Bob Myers, right, won the Kevin Durant sweepstakes. But now his work is set out for him due to salary cap restrictions. (Beck Diefenbach/AP)

Bob Myers, right, won the Kevin Durant sweepstakes. But now his work is set out for him due to salary cap restrictions. (Beck Diefenbach/AP)

KD is a Warrior, now what?

The uncertainty is over.  Kevin Durant is officially a Golden State Warrior.

He signed a one-year contract worth $26.5 million with a player option for a second year at $27.7 million, according to Spotrac.

The superstar was asked Thursday at his introductory press conference if he’s committed to the Warriors despite the short-term deal.

“I plan on being here,” he said. “I don’t want to go through that again. … I’m committed.”

This was news to general manager Bob Myers.

“That’s good to hear,” he said, laughing. “We didn’t force him to tell us anything like that.”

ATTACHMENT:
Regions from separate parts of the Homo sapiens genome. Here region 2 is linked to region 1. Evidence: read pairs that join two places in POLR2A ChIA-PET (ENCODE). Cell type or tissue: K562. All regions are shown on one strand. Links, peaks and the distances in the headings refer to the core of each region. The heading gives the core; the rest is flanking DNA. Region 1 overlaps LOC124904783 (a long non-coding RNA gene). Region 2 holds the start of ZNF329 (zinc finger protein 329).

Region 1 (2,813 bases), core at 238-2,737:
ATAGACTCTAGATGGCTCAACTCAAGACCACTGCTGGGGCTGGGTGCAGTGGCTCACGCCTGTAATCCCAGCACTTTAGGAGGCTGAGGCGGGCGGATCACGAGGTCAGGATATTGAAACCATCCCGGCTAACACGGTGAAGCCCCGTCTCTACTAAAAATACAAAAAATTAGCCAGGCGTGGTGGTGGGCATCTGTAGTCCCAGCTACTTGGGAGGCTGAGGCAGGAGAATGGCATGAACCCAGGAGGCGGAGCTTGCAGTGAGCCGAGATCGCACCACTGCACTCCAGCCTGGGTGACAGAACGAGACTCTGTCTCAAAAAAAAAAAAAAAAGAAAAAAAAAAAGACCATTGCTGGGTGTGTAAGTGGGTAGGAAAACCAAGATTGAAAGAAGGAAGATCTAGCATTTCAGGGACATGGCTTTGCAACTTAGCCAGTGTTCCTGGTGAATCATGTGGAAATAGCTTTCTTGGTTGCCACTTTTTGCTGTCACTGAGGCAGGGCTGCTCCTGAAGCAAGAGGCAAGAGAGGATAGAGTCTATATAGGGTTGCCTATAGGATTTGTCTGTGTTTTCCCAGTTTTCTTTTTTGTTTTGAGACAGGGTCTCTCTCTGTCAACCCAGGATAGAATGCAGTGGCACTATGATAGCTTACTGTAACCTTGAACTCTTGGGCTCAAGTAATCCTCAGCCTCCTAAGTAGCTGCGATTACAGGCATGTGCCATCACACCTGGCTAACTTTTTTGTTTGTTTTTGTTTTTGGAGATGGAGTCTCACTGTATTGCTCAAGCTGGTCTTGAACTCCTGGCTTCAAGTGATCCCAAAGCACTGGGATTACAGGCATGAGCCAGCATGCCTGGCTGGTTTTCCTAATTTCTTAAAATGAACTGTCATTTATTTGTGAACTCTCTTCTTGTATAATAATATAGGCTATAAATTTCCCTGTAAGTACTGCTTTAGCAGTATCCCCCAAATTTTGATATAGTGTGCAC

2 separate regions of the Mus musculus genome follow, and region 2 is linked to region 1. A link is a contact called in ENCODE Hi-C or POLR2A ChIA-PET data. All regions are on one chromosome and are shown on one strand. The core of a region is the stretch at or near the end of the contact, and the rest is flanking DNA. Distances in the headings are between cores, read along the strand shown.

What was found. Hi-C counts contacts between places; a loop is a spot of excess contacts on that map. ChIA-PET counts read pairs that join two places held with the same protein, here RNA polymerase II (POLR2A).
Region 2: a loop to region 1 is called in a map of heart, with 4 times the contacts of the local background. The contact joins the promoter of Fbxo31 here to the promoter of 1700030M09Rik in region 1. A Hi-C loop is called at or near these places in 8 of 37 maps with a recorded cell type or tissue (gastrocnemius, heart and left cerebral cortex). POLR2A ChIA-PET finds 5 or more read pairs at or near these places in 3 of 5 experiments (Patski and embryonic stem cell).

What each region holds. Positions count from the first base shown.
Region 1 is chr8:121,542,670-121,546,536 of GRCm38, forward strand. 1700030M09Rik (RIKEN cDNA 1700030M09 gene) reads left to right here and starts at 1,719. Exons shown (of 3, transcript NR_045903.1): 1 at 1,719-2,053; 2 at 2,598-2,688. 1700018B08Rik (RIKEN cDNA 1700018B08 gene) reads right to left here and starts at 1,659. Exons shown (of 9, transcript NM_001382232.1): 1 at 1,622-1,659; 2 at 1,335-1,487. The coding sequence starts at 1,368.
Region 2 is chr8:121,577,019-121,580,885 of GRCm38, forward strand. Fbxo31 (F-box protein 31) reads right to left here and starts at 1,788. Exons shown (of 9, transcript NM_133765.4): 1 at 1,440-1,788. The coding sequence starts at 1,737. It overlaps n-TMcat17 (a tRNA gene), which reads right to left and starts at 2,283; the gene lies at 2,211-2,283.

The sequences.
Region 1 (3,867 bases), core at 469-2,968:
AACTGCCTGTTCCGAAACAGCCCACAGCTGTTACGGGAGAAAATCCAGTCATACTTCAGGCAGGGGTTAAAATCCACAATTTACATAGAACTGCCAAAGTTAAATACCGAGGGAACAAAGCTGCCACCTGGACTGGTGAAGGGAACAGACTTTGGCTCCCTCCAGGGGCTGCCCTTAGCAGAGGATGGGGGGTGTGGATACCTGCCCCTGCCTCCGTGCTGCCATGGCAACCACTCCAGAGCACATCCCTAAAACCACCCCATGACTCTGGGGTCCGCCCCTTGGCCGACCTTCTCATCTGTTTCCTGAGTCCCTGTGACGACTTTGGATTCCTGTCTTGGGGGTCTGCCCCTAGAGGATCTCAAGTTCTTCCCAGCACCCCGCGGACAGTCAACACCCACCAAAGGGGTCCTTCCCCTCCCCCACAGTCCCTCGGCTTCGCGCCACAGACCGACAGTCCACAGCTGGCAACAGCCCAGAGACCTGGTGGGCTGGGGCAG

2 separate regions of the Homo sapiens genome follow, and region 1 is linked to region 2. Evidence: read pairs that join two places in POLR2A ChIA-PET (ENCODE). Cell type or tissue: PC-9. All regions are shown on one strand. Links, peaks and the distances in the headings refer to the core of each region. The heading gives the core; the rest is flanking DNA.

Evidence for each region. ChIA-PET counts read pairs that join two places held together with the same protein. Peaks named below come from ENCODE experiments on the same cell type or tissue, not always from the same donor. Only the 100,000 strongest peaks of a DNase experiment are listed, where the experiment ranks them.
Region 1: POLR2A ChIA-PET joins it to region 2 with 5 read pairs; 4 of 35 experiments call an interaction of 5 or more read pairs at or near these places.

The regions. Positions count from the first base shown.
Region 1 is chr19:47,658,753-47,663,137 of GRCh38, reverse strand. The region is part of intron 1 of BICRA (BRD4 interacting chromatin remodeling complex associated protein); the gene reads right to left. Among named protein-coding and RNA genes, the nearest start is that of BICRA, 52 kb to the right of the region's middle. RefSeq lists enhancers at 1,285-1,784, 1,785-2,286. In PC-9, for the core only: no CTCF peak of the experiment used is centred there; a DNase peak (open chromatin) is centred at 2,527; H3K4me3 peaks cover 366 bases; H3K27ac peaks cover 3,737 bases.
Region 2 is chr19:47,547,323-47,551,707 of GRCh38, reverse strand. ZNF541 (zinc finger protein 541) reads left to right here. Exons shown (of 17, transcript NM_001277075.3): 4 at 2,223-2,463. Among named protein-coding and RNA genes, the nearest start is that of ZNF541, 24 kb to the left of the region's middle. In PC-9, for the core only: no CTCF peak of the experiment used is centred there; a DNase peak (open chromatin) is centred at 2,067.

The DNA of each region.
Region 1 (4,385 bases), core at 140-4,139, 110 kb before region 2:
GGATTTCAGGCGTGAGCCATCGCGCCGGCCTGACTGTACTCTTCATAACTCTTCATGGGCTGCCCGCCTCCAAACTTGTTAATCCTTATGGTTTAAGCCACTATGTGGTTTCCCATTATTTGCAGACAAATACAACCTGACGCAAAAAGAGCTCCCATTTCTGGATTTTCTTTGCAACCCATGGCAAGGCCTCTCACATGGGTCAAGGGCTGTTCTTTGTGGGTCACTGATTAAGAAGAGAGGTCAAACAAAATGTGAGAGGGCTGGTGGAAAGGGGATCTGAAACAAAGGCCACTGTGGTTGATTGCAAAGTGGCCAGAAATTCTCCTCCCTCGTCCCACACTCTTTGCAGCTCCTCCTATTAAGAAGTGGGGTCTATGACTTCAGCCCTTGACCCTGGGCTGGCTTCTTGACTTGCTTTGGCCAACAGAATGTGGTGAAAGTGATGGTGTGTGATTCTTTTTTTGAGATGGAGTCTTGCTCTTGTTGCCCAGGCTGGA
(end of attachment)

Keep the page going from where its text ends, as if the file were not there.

Even though he reeled in the big catch, Myers still has a good deal of work left to do filling out the roster.

He’s added a few ring-chasing veterans, but there are still holes on the roster he’s intent on filling.

“I think we need probably another combo guard, we’re looking at a few wings, maybe another backup big,” he said. “… We don’t have a lot of ammunition to get that done, we’re down to pretty much minimums. We’re not going to be able to outbid anybody, but we hope that people want to be a part of us.”

Next season, the organization won’t have as much salary cap flexibility as it was banking on when it entered free agency this summer. ESPN reported Thursday the NBA’s cap projections for the 2017-18 season would be lower than expected.

“[That won’t be] affecting Durant by the way. He’ll be around,” owner Joe Lacob said. “It’s just less money for us to fill out a team potentially.”

Bob Myersjacob c. palmerJoe LacobKevin Durantnba free agencysalary cap

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